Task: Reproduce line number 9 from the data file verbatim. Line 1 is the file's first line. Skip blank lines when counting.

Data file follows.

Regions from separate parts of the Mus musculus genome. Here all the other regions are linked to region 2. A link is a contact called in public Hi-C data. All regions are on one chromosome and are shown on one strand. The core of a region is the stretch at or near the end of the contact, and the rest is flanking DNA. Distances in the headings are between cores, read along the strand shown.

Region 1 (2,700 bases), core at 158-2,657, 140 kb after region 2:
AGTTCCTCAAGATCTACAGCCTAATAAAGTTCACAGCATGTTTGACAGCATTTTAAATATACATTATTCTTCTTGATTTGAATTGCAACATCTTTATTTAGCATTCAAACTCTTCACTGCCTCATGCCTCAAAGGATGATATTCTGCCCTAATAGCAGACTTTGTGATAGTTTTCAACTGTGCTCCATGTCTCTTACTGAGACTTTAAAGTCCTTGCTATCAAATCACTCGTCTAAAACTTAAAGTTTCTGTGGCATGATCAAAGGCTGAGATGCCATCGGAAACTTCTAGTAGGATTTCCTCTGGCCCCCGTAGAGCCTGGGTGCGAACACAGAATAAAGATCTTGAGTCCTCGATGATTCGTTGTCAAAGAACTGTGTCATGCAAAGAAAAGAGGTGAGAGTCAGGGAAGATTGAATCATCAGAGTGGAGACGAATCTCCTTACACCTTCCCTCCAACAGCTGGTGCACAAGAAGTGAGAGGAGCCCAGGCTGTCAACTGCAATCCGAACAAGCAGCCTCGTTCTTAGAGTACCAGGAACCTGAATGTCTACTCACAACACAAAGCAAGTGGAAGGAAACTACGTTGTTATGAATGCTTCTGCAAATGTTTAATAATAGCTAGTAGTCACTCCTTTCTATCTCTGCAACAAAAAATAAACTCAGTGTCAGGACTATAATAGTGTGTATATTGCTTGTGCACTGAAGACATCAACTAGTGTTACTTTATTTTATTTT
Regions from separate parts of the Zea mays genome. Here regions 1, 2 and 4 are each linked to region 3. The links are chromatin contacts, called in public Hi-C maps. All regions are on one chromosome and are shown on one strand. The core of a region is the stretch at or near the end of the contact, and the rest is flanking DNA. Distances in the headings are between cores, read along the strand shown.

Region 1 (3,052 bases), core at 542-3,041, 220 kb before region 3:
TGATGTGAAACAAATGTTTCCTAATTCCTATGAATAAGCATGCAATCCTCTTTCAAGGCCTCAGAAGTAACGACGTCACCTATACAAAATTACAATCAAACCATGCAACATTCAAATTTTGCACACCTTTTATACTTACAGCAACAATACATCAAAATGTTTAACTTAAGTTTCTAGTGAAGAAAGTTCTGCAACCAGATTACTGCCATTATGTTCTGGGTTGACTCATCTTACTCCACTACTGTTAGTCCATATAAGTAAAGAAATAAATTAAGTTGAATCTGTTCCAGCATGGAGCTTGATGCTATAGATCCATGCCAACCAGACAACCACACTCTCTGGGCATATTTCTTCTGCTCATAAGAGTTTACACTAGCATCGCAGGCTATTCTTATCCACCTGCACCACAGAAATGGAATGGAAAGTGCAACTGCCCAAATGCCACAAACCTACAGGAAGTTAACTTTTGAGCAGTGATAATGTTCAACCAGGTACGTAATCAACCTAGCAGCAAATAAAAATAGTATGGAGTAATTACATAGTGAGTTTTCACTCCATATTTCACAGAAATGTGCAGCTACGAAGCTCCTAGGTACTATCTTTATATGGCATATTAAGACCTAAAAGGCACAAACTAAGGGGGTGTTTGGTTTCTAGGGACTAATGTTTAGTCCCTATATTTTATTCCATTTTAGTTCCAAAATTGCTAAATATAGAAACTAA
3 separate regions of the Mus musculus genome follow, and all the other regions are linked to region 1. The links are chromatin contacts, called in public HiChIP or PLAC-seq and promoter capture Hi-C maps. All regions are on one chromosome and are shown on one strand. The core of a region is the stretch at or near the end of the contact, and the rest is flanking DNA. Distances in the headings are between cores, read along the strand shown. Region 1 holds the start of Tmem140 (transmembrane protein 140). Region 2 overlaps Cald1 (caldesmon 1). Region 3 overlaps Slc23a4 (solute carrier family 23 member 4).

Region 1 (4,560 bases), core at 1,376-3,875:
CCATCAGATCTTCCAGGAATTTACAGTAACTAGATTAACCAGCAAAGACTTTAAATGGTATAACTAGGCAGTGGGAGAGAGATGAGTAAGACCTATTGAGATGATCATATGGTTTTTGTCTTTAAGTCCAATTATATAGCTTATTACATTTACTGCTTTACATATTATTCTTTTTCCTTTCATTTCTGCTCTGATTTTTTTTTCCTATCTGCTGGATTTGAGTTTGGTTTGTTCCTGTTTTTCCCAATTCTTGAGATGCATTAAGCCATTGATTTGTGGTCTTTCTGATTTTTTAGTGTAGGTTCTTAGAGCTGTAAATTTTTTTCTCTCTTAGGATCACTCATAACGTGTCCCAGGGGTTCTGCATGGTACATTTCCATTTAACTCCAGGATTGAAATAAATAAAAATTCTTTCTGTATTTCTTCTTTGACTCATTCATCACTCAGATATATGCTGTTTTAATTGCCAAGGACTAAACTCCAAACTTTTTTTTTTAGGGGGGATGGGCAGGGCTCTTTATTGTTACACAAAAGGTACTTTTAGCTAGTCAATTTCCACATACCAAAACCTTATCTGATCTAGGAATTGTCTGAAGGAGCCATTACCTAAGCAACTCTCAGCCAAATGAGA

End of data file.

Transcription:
CCATCAGATCTTCCAGGAATTTACAGTAACTAGATTAACCAGCAAAGACTTTAAATGGTATAACTAGGCAGTGGGAGAGAGATGAGTAAGACCTATTGAGATGATCATATGGTTTTTGTCTTTAAGTCCAATTATATAGCTTATTACATTTACTGCTTTACATATTATTCTTTTTCCTTTCATTTCTGCTCTGATTTTTTTTTCCTATCTGCTGGATTTGAGTTTGGTTTGTTCCTGTTTTTCCCAATTCTTGAGATGCATTAAGCCATTGATTTGTGGTCTTTCTGATTTTTTAGTGTAGGTTCTTAGAGCTGTAAATTTTTTTCTCTCTTAGGATCACTCATAACGTGTCCCAGGGGTTCTGCATGGTACATTTCCATTTAACTCCAGGATTGAAATAAATAAAAATTCTTTCTGTATTTCTTCTTTGACTCATTCATCACTCAGATATATGCTGTTTTAATTGCCAAGGACTAAACTCCAAACTTTTTTTTTTAGGGGGGATGGGCAGGGCTCTTTATTGTTACACAAAAGGTACTTTTAGCTAGTCAATTTCCACATACCAAAACCTTATCTGATCTAGGAATTGTCTGAAGGAGCCATTACCTAAGCAACTCTCAGCCAAATGAGA